Iron metabolism in mice with partial frataxin deficiency.

Journal Article (Journal Article)

Friedreich ataxia (FRDA), the most common autosomal recessive inherited ataxic disorder, is the consequence of deficiency of the mitochondrial protein frataxin, typically caused by homozygous intronic GAA expansions in the corresponding gene. The yeast frataxin homologue (yfh1p) is required for cellular respiration. Yfh1p appears to regulate mitochondrial iron homeostasis and protect from free radical toxicity. Complete loss of frataxin in knockout mice leads to early embryonic lethality, indicating an important role for frataxin during development. Heterozygous littermates with partial frataxin deficiency are apparently healthy and have no obvious phenotype. Here we evaluate iron metabolism and sensitivity to dietary and parenteral iron loading in heterozygote frataxin knockout mice (Fx(+/-)). Iron concentrations in the liver, heart, pancreas and spleen, and cellular iron distribution patterns were compared between wild type and Fx(+/-) mice. Response to parenteral iron challenge was not different between Fx(+/-) mice and wild type littermates, while sporadic iron deposits were observed in the hearts of dietary iron-loaded Fx(+/-) mice. Finally, we evaluated the effect of partial frataxin deficiency on susceptibility to cardiac damage in the mouse model of hereditary hemochromatosis (HH), the Hfe knockout mice. HH, an iron overload disease, is one of the most frequent genetic diseases in populations of European origin. By breeding Hfe(-/-) with Fx(+/-) mice, we obtained compound mutant mice lacking both Hfe and one frataxin allele. Sparse iron deposits in areas of mild to moderate cardiac fibrosis were found in the majority of these mice. However, they did not develop any neurological symptoms. Our studies indicate an association between frataxin deficiency, iron deposits and cardiac fibrosis, but no obvious association between iron accumulation and neurodegeneration similar to FRDA could be detected in our model. In addition, these results suggest that frataxin mutations may have a modifier role in HH, that predisposes to cardiomyopathy.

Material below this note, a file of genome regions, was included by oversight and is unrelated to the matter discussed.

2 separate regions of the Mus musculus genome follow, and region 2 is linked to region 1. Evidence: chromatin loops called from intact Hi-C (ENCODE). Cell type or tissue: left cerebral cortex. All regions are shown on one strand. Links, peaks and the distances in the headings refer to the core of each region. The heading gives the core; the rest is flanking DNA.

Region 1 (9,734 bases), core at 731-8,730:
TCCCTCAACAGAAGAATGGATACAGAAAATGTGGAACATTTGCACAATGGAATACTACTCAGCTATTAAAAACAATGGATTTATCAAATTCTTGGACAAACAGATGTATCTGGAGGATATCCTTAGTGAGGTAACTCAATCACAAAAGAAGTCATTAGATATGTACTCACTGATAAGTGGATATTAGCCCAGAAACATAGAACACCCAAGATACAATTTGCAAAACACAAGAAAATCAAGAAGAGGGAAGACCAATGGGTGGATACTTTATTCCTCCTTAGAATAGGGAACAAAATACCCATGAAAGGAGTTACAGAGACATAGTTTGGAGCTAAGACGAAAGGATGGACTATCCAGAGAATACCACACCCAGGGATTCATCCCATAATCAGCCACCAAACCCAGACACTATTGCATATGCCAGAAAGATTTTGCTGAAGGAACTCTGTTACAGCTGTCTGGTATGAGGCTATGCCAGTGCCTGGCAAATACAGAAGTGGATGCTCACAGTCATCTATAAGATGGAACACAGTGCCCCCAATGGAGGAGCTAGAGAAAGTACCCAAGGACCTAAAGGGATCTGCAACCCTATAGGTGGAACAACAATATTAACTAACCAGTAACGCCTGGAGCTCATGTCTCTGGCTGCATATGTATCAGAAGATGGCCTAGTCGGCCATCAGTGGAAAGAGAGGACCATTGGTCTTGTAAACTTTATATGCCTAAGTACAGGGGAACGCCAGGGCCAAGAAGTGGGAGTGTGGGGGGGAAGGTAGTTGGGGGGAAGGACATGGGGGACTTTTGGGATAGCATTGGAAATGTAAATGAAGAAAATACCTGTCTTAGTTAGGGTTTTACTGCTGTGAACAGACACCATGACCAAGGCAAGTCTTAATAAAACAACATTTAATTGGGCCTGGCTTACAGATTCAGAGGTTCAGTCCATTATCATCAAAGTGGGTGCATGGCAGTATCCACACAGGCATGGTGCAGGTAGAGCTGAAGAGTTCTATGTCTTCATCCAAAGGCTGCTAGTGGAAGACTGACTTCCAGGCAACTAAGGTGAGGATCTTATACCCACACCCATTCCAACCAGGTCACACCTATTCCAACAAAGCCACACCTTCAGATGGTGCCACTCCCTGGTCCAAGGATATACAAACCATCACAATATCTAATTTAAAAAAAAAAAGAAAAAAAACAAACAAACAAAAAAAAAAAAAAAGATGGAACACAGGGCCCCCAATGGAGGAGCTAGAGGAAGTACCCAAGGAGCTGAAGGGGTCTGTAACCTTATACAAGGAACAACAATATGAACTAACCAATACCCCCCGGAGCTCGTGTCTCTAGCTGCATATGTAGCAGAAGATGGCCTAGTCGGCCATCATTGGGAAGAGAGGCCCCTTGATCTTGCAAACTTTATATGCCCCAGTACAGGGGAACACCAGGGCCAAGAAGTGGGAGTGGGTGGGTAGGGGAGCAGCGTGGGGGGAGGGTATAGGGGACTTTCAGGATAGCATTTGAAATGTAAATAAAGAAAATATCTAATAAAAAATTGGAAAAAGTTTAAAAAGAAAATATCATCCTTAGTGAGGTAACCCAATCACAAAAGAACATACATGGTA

Full Text

Duke Authors

Cited Authors

  • Santos, MM; Miranda, CJ; Levy, JE; Montross, LK; Cossée, M; Sequeiros, J; Andrews, N; Koenig, M; Pandolfo, M

Published Date

  • 2003

Published In

Volume / Issue

  • 2 / 2

Start / End Page

  • 146 - 153

PubMed ID

  • 12880182

International Standard Serial Number (ISSN)

  • 1473-4222

Digital Object Identifier (DOI)

  • 10.1080/14734220309408


  • eng

Conference Location

  • United States